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Undergraduate perceptions of the development of team‐working skills

Undergraduate perceptions of the development of team‐working skills Purpose – The ability to working effectively with others (WEWO) is critical yet industry continues to lament deficiencies in new graduates. Progress in developing this highly valued skill in undergraduates is impeded by a lack of conceptual clarity and evidence of how best to measure it, and a tendency to adopt an outcomes‐focused, rather than process‐oriented, approach. This paper aims to investigate undergraduate perceptions of how well a stand‐alone employability skill development programme, operating in an Australian Business Faculty, is fostering the WEWO skill set and which pedagogical practices are considered to add most value. Design/methodology/approach – The study examines undergraduate perceptions using data gathered from a skills audit of 799 business undergraduates from all four sequential units within the skills programme. Undergraduates rated and described their development against an established framework of WEWO behaviours. Findings – Findings indicate that, overall, skill development is rated highly among the undergraduates although the behaviours of conflict resolution, social intelligence and influencing others were rated less highly than others within the skill set. The importance of class activities and assessment items, including the use of virtual learning tools were identified by students as critical to the development of WEWO behaviours. Originality/value – The study highlights the important role of constructive alignment, sequential skill development, consistency of delivery and ensuring student “buy‐in” to education practitioners in their efforts to meet industry expectations of graduates who can WEWO. http://www.deepdyve.com/assets/images/DeepDyve-Logo-lg.png Education + Training Emerald Publishing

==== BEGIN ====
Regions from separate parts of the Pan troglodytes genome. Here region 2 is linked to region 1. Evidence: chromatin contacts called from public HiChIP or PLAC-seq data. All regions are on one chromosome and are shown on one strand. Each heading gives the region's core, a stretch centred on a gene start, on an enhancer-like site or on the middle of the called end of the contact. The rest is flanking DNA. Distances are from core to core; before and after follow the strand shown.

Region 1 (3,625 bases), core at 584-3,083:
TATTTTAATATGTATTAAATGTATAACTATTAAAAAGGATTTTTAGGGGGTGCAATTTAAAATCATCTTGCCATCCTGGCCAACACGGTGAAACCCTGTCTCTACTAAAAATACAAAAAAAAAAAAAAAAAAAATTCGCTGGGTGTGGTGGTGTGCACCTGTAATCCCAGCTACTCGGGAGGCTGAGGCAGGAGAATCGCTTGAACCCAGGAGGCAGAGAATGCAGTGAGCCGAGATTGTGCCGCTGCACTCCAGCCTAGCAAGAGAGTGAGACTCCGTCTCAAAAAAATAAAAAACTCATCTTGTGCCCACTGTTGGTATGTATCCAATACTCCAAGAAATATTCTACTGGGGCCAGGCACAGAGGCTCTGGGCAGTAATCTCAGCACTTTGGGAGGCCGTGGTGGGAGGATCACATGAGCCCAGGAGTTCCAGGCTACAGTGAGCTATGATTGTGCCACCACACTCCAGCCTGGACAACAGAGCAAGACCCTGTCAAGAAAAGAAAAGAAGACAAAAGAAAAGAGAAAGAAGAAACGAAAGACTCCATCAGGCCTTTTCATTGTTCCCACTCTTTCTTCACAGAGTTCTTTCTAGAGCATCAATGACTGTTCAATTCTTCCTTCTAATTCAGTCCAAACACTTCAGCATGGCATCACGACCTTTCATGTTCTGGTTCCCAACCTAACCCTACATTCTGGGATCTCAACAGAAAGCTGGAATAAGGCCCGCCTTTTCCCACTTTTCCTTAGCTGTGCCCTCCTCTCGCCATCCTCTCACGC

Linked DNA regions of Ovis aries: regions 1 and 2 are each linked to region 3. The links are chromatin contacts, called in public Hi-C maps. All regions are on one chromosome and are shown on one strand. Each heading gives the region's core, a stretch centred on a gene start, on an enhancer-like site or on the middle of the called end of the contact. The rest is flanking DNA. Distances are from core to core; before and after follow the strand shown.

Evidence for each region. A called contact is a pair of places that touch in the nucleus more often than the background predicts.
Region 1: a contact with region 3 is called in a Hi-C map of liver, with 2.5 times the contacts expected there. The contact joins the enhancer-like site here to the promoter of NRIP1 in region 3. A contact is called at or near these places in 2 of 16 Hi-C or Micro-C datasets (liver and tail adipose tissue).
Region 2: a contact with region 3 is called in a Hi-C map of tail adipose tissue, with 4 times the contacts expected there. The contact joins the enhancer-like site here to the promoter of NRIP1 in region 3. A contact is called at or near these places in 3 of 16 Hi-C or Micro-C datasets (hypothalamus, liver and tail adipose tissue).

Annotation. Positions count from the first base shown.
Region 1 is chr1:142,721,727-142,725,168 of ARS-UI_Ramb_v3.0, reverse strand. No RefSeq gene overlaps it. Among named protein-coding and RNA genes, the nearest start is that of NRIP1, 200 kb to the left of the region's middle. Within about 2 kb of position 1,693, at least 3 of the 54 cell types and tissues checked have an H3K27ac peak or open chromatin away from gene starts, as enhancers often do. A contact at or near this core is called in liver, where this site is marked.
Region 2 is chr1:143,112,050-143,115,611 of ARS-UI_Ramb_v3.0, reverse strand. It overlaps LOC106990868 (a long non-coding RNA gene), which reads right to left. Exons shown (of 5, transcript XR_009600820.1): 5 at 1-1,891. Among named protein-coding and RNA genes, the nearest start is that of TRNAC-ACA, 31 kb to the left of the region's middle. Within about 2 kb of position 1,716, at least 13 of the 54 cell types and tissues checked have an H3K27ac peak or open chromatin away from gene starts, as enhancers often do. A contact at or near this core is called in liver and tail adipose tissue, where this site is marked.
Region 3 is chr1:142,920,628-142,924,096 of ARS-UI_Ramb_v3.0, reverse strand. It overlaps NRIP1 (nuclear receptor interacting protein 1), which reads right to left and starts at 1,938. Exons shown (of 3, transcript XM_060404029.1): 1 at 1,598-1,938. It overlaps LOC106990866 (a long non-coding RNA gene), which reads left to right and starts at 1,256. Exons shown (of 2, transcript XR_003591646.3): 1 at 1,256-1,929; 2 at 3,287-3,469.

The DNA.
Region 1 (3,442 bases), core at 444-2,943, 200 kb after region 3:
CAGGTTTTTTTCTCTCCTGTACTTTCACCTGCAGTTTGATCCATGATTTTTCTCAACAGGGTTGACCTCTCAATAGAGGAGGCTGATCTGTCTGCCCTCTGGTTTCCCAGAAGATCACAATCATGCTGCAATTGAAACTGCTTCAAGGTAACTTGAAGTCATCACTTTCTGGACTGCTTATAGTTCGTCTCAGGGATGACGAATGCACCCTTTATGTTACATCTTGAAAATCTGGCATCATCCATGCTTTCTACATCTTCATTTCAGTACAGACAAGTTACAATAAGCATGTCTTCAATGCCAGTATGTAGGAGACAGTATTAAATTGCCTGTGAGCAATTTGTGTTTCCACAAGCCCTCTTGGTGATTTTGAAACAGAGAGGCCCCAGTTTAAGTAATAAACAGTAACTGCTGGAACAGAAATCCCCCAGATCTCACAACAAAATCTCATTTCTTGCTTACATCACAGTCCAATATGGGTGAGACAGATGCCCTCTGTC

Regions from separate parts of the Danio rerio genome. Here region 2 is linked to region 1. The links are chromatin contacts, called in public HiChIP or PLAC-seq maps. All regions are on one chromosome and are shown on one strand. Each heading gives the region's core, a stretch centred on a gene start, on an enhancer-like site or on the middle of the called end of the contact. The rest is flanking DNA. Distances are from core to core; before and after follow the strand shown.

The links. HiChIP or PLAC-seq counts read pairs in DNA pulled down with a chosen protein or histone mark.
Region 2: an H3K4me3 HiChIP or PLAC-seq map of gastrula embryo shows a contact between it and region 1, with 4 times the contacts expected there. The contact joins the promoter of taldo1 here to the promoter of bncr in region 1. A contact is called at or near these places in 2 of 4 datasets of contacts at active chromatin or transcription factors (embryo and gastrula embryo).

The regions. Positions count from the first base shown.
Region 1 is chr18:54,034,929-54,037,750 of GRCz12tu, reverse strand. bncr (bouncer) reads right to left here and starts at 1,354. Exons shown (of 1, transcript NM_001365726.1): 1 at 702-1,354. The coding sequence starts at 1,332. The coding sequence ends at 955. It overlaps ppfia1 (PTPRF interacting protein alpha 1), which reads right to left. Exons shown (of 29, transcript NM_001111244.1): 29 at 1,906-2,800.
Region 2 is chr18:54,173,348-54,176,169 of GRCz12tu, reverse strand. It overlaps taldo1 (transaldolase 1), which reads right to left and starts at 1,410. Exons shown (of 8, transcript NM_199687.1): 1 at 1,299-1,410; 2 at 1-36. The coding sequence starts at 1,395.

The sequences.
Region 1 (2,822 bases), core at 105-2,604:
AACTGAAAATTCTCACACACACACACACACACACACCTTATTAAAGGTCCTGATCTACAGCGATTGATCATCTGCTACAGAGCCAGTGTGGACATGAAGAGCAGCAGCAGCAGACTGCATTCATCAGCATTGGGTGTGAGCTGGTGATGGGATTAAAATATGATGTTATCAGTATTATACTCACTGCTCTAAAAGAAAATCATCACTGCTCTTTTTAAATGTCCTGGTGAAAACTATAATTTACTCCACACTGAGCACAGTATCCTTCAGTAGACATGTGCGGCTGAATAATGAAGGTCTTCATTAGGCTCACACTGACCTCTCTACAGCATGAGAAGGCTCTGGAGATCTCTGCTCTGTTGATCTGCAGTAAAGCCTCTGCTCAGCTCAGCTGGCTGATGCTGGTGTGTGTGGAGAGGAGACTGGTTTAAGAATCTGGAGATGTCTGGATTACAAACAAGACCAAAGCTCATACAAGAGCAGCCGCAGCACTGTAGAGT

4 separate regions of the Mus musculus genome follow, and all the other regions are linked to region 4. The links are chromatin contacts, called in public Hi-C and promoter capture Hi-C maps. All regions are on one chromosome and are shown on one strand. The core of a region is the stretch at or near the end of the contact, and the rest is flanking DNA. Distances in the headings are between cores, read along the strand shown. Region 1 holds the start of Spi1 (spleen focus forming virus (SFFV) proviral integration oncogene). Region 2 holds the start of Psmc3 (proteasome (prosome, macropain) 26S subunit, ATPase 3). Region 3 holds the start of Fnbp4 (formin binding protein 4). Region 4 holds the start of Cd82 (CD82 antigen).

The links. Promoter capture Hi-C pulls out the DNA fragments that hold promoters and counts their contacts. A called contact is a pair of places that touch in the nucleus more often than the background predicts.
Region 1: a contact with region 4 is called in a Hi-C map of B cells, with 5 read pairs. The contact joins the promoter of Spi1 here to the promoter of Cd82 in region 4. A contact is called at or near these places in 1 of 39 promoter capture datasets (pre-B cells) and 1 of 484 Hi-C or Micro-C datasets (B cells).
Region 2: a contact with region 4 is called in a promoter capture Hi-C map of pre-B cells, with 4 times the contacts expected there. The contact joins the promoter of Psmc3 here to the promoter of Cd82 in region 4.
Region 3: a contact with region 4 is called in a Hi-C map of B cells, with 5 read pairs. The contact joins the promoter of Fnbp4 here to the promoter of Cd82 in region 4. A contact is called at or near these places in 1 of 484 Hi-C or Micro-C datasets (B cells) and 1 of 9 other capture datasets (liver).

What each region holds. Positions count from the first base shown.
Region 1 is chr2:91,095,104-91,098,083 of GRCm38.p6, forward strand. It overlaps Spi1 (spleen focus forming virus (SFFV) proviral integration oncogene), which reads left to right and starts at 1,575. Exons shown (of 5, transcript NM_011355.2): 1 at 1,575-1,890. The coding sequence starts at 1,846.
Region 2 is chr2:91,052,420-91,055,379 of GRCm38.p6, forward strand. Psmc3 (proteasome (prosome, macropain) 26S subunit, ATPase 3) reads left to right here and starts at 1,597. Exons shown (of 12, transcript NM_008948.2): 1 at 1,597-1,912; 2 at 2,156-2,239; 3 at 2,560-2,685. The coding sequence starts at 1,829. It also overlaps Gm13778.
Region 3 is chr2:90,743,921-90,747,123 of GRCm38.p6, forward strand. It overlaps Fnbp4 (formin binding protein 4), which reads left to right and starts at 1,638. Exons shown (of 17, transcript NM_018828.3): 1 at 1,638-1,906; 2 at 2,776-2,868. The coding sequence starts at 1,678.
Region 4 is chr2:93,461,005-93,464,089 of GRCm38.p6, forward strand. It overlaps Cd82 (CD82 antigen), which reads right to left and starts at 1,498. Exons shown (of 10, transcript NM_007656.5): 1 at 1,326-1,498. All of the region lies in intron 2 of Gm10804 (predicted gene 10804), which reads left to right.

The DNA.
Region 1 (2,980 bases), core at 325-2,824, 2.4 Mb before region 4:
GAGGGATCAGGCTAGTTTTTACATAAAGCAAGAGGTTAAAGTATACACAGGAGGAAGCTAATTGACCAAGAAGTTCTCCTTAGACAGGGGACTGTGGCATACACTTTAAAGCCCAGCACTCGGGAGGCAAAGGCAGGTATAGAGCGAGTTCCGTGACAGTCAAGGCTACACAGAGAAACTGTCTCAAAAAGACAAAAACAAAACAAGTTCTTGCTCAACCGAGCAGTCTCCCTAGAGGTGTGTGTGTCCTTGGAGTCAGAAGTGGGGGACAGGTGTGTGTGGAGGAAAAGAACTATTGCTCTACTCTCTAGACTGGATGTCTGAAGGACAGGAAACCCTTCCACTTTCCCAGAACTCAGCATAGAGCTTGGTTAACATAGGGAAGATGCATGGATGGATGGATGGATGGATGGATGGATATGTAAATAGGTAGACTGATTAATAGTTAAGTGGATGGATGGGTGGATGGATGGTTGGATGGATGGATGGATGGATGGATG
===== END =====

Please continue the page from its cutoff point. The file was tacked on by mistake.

Undergraduate perceptions of the development of team‐working skills

Education + Training , Volume 56 (1): 14 – Feb 4, 2014

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References (72)

Publisher
Emerald Publishing
Copyright
Copyright © 2014 Emerald Group Publishing Limited. All rights reserved.
ISSN
0040-0912
DOI
10.1108/ET-01-2013-0002
Publisher site
See Article on Publisher Site

Abstract

Purpose – The ability to working effectively with others (WEWO) is critical yet industry continues to lament deficiencies in new graduates. Progress in developing this highly valued skill in undergraduates is impeded by a lack of conceptual clarity and evidence of how best to measure it, and a tendency to adopt an outcomes‐focused, rather than process‐oriented, approach. This paper aims to investigate undergraduate perceptions of how well a stand‐alone employability skill development programme, operating in an Australian Business Faculty, is fostering the WEWO skill set and which pedagogical practices are considered to add most value. Design/methodology/approach – The study examines undergraduate perceptions using data gathered from a skills audit of 799 business undergraduates from all four sequential units within the skills programme. Undergraduates rated and described their development against an established framework of WEWO behaviours. Findings – Findings indicate that, overall, skill development is rated highly among the undergraduates although the behaviours of conflict resolution, social intelligence and influencing others were rated less highly than others within the skill set. The importance of class activities and assessment items, including the use of virtual learning tools were identified by students as critical to the development of WEWO behaviours. Originality/value – The study highlights the important role of constructive alignment, sequential skill development, consistency of delivery and ensuring student “buy‐in” to education practitioners in their efforts to meet industry expectations of graduates who can WEWO.

Journal

Education + TrainingEmerald Publishing

Published: Feb 4, 2014

Keywords: Curriculum; Business; Employability; Skill; Team‐work; Undergraduate

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